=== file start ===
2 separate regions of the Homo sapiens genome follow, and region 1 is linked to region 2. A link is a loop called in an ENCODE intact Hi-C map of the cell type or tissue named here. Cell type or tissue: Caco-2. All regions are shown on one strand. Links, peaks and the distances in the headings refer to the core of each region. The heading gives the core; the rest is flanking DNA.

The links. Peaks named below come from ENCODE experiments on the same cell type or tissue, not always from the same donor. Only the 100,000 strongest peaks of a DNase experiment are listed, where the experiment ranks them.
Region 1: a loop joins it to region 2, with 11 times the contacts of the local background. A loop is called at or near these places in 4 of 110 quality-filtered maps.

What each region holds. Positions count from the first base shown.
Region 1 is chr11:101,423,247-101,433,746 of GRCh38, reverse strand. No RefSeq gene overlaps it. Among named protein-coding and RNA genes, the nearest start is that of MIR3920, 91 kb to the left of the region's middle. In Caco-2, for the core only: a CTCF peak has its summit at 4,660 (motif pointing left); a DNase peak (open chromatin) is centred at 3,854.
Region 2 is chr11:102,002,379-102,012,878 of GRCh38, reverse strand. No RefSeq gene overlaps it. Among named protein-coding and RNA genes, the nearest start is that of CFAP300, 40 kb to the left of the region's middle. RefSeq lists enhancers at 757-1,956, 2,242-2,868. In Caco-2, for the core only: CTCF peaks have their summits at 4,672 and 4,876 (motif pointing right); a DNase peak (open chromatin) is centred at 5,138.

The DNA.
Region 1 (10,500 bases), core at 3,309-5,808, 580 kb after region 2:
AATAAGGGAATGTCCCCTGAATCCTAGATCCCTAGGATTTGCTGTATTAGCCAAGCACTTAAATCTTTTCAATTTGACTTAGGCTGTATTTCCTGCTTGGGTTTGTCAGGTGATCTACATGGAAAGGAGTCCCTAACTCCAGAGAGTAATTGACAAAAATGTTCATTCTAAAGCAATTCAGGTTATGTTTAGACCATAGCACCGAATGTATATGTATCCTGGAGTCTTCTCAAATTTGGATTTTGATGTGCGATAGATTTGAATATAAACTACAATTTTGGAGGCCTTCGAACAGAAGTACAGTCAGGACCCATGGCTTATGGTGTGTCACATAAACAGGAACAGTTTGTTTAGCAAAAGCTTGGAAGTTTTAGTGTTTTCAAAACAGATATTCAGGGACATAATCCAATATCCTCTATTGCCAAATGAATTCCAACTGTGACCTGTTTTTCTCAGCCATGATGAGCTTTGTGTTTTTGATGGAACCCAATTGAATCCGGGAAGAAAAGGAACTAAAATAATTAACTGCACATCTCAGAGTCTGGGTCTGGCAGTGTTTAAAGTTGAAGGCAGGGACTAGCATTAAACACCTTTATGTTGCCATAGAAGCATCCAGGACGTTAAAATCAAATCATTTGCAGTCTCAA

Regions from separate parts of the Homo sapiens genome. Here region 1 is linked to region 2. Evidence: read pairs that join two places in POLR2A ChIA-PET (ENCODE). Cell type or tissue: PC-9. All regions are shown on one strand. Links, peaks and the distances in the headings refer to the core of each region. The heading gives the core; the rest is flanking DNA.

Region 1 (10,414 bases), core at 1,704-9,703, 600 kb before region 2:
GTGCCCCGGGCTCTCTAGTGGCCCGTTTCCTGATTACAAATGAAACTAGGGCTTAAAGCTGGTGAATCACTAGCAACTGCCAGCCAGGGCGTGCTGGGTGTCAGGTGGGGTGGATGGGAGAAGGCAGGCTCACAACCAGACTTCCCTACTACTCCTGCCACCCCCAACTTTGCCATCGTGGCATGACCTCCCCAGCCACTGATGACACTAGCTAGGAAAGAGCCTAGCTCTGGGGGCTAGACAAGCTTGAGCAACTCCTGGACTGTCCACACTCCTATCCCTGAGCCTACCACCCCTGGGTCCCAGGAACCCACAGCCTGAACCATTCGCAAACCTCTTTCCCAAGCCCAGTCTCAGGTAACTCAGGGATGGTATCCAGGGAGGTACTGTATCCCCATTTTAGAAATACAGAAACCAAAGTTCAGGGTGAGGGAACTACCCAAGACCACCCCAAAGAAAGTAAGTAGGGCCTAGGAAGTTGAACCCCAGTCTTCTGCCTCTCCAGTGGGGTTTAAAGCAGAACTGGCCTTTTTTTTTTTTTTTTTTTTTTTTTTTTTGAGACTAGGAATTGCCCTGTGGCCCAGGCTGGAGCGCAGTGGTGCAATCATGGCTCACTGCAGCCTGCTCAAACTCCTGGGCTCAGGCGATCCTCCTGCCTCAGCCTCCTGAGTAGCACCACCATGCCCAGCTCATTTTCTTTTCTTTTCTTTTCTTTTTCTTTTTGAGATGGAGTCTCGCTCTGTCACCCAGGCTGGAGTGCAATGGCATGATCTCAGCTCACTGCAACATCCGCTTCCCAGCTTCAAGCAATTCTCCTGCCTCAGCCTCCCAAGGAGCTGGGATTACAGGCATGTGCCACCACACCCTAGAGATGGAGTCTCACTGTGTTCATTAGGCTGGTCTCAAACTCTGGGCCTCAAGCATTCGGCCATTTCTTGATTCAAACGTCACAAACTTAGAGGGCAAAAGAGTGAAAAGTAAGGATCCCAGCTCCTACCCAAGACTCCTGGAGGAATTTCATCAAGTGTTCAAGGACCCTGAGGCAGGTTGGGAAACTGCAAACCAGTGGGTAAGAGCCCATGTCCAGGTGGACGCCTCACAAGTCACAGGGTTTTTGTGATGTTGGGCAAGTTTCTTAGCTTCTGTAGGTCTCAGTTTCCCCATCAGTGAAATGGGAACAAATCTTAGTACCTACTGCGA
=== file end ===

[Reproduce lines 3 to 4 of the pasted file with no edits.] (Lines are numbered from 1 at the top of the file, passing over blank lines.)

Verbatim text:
Region 1: a loop joins it to region 2, with 11 times the contacts of the local background. A loop is called at or near these places in 4 of 110 quality-filtered maps.

What each region holds. Positions count from the first base shown.